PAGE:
Atomic and molecular physics of supernovae is discussed with an emphasis on the importance of detailed treatments of the critical atomic and molecular processes with the best available atomic and molecular data. The observations of molecules in SN 1987A are interpreted through a combination of spectral and chemical modelings, leading to strong constraints on the mixing and nucleosynthesis of the supernova. The non-equilibrium chemistry is used to argue that carbon dust can form in the oxygen-rich clumps where the efficient molecular cooling makes the nucleation of dust grains possible. For Type Ia supernovae, the analyses of their nebular spectra lead to strong constraints on the supernova explosion models.

  17. Dynamics of excess electrons in atomic and molecular clusters

    E-Print Network [OSTI]

    Young, Ryan Michael

    2011-01-01T23:59:59.000Z

    2.2 Femtosecond laser system Ultrafast pulses are generatedwith ultrafast lasers is that the laser pulse generationultrafast systems, everything which must sync to a laser pulse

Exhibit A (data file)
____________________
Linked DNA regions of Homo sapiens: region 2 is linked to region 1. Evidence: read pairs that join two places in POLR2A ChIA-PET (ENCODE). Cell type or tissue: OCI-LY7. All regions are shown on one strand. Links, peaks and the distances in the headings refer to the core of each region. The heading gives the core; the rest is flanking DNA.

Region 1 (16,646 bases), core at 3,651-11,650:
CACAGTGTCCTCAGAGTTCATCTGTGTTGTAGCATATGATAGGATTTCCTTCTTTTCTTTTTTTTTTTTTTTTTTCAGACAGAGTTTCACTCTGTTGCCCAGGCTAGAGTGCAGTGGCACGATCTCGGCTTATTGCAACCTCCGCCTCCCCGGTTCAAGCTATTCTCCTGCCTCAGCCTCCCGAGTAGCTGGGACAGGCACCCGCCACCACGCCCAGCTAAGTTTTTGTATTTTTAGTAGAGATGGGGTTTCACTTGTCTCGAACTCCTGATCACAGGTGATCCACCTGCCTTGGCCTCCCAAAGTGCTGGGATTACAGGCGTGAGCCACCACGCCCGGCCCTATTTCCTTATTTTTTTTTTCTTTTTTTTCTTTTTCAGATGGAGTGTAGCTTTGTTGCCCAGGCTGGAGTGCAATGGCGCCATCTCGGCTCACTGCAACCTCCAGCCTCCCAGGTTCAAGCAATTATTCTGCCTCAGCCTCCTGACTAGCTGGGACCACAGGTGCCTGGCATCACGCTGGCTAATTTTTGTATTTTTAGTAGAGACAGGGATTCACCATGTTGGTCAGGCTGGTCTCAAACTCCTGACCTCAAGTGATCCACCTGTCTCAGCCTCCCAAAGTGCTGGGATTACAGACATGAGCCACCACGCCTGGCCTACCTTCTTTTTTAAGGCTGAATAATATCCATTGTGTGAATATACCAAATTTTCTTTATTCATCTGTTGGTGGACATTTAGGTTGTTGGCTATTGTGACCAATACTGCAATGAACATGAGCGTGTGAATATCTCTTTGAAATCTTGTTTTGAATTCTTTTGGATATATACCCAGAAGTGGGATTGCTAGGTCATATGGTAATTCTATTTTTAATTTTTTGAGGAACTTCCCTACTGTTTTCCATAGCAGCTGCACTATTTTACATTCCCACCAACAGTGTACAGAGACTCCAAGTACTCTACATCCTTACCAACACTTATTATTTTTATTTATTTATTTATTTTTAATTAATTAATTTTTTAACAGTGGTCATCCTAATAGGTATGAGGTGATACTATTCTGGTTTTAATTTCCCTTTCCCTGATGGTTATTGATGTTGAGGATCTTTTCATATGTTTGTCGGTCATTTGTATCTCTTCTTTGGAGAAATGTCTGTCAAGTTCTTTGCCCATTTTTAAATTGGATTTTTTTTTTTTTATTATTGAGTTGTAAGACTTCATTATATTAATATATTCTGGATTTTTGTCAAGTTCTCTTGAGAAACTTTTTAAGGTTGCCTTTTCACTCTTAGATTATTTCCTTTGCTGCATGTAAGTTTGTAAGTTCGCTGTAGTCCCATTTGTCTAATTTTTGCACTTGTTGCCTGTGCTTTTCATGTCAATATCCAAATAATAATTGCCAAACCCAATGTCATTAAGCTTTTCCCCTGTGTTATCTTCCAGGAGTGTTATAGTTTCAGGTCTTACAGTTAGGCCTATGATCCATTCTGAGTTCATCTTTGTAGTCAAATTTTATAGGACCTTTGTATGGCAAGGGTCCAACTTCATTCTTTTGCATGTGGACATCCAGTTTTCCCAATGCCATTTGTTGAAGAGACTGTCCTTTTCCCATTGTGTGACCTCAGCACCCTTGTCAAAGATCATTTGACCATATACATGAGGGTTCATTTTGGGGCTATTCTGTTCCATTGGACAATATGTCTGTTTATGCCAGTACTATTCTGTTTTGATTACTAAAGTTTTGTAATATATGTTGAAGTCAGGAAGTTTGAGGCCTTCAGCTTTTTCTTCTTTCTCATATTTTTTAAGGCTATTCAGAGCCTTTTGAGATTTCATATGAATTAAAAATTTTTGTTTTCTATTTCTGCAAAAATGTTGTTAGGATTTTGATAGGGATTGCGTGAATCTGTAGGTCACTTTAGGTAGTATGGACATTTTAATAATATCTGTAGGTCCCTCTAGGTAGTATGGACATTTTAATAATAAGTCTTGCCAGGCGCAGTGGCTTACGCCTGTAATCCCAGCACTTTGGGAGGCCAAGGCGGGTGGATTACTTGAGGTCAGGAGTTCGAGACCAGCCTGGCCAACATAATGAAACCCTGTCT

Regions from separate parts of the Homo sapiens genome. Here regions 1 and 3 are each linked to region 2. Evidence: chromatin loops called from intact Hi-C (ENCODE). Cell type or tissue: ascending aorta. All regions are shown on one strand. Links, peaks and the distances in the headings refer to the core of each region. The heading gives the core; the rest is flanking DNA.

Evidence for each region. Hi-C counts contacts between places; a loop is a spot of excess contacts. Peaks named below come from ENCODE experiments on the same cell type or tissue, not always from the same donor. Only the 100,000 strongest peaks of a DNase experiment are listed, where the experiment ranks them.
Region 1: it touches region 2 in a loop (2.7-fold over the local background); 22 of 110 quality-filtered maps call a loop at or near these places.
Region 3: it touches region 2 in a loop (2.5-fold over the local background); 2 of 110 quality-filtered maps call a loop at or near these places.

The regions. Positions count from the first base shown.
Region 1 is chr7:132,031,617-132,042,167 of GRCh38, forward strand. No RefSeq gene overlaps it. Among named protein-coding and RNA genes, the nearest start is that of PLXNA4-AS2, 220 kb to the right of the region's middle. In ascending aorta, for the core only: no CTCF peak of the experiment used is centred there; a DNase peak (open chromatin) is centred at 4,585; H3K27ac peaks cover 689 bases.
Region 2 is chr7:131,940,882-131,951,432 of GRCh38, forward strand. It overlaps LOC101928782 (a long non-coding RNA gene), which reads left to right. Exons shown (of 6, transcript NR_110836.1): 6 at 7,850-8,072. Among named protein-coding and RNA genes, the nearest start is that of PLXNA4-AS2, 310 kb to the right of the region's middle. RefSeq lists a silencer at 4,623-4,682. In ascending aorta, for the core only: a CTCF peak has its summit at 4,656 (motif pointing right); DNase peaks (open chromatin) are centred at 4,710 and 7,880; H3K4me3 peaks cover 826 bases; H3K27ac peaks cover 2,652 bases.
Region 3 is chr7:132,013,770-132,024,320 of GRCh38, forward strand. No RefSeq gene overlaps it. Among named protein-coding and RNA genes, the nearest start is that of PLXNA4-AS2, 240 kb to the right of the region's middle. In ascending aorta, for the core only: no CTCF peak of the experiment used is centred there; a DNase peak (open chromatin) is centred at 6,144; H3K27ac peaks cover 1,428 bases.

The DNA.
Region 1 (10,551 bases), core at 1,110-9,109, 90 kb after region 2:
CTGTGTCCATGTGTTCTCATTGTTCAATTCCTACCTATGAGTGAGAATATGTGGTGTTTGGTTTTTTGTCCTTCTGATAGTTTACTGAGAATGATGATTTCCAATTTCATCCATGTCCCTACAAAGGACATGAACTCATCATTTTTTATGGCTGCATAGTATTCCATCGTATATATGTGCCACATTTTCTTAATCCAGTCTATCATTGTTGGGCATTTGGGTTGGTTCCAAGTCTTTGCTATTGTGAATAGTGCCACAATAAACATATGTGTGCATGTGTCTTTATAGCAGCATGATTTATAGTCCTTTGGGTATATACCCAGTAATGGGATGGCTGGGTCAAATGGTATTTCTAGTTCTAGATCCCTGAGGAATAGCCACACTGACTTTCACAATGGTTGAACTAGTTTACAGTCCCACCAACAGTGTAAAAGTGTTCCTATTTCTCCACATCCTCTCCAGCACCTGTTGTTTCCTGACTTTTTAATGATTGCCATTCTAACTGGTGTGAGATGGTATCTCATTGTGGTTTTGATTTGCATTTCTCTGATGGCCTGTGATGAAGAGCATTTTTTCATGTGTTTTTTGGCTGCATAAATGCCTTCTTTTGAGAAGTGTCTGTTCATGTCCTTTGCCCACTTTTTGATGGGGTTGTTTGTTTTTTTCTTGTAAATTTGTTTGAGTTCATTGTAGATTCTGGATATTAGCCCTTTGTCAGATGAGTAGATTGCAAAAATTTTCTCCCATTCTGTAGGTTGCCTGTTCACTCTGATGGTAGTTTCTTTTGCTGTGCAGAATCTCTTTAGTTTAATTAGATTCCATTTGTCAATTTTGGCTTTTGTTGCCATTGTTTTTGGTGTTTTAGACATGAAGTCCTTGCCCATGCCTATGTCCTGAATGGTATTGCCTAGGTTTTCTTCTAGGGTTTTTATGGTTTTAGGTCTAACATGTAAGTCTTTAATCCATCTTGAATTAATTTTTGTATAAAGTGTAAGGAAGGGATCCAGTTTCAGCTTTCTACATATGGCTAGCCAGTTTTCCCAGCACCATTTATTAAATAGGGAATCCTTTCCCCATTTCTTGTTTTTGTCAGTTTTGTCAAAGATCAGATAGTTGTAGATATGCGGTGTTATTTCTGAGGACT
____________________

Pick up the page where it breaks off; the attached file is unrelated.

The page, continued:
18. Title: Combined passive detection and ultrafast active imaging of cavitation events induced by short pulses of high intensity

    E-Print Network [OSTI]

    Boyer, Edmond

    1 Title: Combined passive detection and ultrafast active imaging of cavitation events induced by short pulses of high intensity ultrasound Authors: Jérôme GATEAU, Jean-François AUBRY, Mathieu PERNOT / INSERM, U979 / Université Denis Diderot, Paris VII Key words: single nucleation events, ultrafast active

  19. Electron-ion relaxation time dependent signal enhancement in ultrafast double-pulse laser-induced breakdown spectroscopy

    E-Print Network [OSTI]

    Harilal, S. S.

    Electron-ion relaxation time dependent signal enhancement in ultrafast double-pulse laser of collinear double-pulse compared to single-pulse ultrafast laser induced breakdown spectroscopy. Our results showed that the significant signal enhancement noticed in the double pulse scheme is strongly correlated